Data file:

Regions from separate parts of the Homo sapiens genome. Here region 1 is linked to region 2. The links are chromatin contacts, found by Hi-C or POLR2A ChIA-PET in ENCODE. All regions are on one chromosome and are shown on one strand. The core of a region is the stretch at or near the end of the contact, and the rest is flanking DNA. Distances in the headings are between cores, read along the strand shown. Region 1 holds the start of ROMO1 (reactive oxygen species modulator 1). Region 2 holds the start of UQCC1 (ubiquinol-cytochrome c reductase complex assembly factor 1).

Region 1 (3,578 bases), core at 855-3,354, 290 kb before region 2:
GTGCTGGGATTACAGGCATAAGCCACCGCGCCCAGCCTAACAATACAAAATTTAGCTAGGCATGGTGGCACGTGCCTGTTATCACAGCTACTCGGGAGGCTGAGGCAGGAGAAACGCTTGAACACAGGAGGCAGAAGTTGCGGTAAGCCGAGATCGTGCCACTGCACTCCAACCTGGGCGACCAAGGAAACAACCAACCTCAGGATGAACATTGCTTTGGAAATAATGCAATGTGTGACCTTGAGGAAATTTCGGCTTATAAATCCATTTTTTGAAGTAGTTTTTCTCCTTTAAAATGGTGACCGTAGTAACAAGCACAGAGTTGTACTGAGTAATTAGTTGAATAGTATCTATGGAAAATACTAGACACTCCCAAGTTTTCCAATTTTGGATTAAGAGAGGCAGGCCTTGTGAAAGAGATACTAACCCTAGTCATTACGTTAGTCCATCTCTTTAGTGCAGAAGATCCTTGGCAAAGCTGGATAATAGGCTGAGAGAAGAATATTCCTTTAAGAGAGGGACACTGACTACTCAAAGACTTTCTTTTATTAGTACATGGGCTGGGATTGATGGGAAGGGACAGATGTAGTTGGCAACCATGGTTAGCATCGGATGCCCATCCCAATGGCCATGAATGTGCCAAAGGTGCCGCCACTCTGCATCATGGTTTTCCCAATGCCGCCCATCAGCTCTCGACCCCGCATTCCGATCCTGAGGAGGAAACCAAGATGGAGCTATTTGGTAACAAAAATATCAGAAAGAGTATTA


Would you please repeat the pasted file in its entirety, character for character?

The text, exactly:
Regions from separate parts of the Homo sapiens genome. Here region 1 is linked to region 2. The links are chromatin contacts, found by Hi-C or POLR2A ChIA-PET in ENCODE. All regions are on one chromosome and are shown on one strand. The core of a region is the stretch at or near the end of the contact, and the rest is flanking DNA. Distances in the headings are between cores, read along the strand shown. Region 1 holds the start of ROMO1 (reactive oxygen species modulator 1). Region 2 holds the start of UQCC1 (ubiquinol-cytochrome c reductase complex assembly factor 1).

Region 1 (3,578 bases), core at 855-3,354, 290 kb before region 2:
GTGCTGGGATTACAGGCATAAGCCACCGCGCCCAGCCTAACAATACAAAATTTAGCTAGGCATGGTGGCACGTGCCTGTTATCACAGCTACTCGGGAGGCTGAGGCAGGAGAAACGCTTGAACACAGGAGGCAGAAGTTGCGGTAAGCCGAGATCGTGCCACTGCACTCCAACCTGGGCGACCAAGGAAACAACCAACCTCAGGATGAACATTGCTTTGGAAATAATGCAATGTGTGACCTTGAGGAAATTTCGGCTTATAAATCCATTTTTTGAAGTAGTTTTTCTCCTTTAAAATGGTGACCGTAGTAACAAGCACAGAGTTGTACTGAGTAATTAGTTGAATAGTATCTATGGAAAATACTAGACACTCCCAAGTTTTCCAATTTTGGATTAAGAGAGGCAGGCCTTGTGAAAGAGATACTAACCCTAGTCATTACGTTAGTCCATCTCTTTAGTGCAGAAGATCCTTGGCAAAGCTGGATAATAGGCTGAGAGAAGAATATTCCTTTAAGAGAGGGACACTGACTACTCAAAGACTTTCTTTTATTAGTACATGGGCTGGGATTGATGGGAAGGGACAGATGTAGTTGGCAACCATGGTTAGCATCGGATGCCCATCCCAATGGCCATGAATGTGCCAAAGGTGCCGCCACTCTGCATCATGGTTTTCCCAATGCCGCCCATCAGCTCTCGACCCCGCATTCCGATCCTGAGGAGGAAACCAAGATGGAGCTATTTGGTAACAAAAATATCAGAAAGAGTATTA